He came of a Comtat Venaissin family of sculptors of varying degrees of talent and was trained by his father, Noël Bernus (d 1702), and later by Nicolas Levray, director of the sculpture workshop at the Arsenal, in Toulon. Refusing Levray’s offer to appoint him as his successor, Bernus preferred instead to settle in his native province. He likewise declined an offer from Laurent Buty, bishop of Carpentras from ...

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Italian sculptor. Documents record him as working in Rome in 1693 and in Venice in 1710. Records of his activity cease after 1733, the year in which he received a commission for two candlesticks for the basilica of S Antonio (il Santo) in Padua. He produced distinctive, small-scale sculptural groups, usually in bronze, sometimes in marble. These decorative pieces, purchased avidly by 18th-century Italians and tourists to Italy, made their way into various collections in Europe and North America. Typical of his bronze groups are the ...

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Françoise de la Moureyre

French sculptor. He was the son of the sculptor David Bertrand (d 1697), who is best known for a series of elaborate plaster overmantels, probably dating from the 1690s, of which two survive at the château of Dampierre, Seine-et-Oise. In 1694 Philippe Bertrand supplied four circular stone allegorical medallions for the Arc de Triomphe in the Place du Peyrou in Montpellier (...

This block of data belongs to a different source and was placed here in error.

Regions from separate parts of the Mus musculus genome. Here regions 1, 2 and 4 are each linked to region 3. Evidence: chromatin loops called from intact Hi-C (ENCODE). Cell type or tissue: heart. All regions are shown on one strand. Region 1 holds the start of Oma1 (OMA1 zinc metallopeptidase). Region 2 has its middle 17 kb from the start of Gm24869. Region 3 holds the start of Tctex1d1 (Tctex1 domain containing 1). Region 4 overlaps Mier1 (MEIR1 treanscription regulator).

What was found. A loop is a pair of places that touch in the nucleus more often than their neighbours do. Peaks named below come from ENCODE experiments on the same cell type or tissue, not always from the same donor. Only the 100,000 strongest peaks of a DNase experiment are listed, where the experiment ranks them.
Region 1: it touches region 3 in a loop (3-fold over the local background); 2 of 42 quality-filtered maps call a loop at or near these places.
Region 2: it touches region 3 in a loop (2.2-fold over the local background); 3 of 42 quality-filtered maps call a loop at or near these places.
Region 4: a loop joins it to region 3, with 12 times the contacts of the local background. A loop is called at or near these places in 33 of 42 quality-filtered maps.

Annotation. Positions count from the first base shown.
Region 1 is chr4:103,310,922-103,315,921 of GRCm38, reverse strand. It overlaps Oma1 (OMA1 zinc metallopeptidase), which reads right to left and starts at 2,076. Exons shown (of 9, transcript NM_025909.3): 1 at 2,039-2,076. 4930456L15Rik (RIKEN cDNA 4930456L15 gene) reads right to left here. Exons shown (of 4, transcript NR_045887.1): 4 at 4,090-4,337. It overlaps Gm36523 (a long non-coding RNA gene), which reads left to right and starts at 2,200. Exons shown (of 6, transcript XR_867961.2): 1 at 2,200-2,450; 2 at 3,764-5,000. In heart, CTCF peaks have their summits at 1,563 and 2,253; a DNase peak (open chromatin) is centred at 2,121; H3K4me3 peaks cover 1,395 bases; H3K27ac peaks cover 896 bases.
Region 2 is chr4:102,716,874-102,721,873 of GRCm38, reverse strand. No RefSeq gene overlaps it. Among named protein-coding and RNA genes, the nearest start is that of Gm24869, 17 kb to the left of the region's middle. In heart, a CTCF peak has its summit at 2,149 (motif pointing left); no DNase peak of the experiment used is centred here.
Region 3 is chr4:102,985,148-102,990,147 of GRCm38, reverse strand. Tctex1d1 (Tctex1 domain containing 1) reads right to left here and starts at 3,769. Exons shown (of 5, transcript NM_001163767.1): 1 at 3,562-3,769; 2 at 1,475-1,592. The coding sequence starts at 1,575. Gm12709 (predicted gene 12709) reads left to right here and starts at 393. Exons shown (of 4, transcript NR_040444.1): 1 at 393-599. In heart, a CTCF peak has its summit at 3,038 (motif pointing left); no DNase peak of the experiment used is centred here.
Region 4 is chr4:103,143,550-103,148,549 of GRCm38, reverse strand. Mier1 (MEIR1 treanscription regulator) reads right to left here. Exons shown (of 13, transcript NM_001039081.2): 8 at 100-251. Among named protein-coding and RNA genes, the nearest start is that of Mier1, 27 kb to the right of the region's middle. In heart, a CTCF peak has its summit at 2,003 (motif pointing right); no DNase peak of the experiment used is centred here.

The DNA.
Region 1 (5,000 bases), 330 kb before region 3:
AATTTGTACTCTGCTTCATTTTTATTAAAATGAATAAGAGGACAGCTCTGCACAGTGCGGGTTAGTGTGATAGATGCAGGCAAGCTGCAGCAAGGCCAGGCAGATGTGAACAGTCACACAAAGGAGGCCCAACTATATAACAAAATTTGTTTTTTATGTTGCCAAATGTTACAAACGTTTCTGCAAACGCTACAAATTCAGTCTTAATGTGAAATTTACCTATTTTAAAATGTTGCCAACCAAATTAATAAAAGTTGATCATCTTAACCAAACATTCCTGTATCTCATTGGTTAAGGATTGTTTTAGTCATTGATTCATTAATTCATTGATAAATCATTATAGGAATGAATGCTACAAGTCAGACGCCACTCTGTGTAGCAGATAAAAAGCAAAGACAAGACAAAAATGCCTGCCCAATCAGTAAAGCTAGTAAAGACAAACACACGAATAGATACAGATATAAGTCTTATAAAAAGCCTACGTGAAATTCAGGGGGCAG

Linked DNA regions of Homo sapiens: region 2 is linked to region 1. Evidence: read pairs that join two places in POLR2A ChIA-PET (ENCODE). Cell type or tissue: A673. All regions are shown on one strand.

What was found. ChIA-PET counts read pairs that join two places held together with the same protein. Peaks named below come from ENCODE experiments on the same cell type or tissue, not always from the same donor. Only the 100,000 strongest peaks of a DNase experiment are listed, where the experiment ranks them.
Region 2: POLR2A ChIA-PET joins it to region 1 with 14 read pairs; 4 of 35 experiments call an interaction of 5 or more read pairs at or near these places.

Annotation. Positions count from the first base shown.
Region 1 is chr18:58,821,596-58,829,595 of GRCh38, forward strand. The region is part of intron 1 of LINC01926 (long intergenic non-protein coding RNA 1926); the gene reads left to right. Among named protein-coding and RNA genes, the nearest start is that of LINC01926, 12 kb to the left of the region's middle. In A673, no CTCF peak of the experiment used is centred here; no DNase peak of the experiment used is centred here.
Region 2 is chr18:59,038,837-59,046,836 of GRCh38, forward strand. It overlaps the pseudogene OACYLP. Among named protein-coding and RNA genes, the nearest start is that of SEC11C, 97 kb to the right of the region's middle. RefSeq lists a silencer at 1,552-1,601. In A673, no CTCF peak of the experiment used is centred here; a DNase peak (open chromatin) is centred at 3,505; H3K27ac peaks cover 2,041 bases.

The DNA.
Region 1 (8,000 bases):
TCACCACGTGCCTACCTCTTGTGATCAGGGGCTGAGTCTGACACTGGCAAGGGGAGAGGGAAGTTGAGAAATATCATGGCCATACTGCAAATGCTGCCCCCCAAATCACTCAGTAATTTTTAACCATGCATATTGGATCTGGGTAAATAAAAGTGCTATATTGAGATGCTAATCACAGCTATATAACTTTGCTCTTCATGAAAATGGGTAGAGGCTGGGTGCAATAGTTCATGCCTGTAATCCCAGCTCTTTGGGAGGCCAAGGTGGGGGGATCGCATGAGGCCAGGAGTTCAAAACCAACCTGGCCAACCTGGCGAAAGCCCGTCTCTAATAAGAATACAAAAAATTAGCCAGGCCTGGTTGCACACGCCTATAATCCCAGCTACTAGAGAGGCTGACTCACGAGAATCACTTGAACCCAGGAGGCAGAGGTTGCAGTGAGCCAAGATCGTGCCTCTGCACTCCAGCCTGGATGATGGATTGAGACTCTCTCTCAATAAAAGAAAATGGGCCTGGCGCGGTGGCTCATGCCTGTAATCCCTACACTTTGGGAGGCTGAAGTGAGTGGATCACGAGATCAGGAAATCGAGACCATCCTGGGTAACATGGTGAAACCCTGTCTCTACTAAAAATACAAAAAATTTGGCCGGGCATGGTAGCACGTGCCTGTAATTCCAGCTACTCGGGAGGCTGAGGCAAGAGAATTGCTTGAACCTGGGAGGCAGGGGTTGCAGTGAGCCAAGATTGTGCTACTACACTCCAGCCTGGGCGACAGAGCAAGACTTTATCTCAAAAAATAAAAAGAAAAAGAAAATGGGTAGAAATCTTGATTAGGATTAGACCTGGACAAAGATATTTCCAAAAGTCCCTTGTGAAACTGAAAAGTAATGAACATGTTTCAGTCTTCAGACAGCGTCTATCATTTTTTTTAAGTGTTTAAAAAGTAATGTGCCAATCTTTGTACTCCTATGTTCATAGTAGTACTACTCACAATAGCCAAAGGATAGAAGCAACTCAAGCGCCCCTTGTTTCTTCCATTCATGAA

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John Physick

English sculptor. He was born in the parish of St Martin-in-the-Fields and was sent to Flanders to the studio of a sculptor named Cozins (perhaps a member of the family of sculptors named Cosyns) and later to Rome. Back in England by c. 1689, he was employed by both ...

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Cynthia Lawrence

Flemish sculptor and architect. He was a pupil of Lucas Faydherbe, from whom he absorbed the influence of Rubens. Boeckstuyns became a master in the Mechelen Guild of St Luke in 1680 but may have continued to collaborate with Faydherbe. Among his commissions for Mechelen churches are three wooden confessionals with allegorical figures (...

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Germán Ramello Asensio

Catalan sculptor. His great-grandfather and grandfather, respectively Luis Bonifás (fl 1676; d 1697) and Luis Bonifás y Sastre (1683–1765), settled in Valls and founded an academy of architecture and sculpture. His younger brother, Francisco Bonifás y Masó (1735–1806), was also a sculptor. Luis Bonifás y Masó himself worked in a Baroque style for both the architecture of his retables and for his sculptural compositions, as can be seen in the high altar at Cubells (...

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Joaquín Bérchez

Spanish sculptor and architect. In 1733 he was appointed city and diocesan architect for Cuenca, where he designed the town hall in 1734. He was subsequently summoned by the chapter of Murcia Cathedral in 1736 and appointed surveyor to the fabric and city architect. He directed works on the new façade of the cathedral (...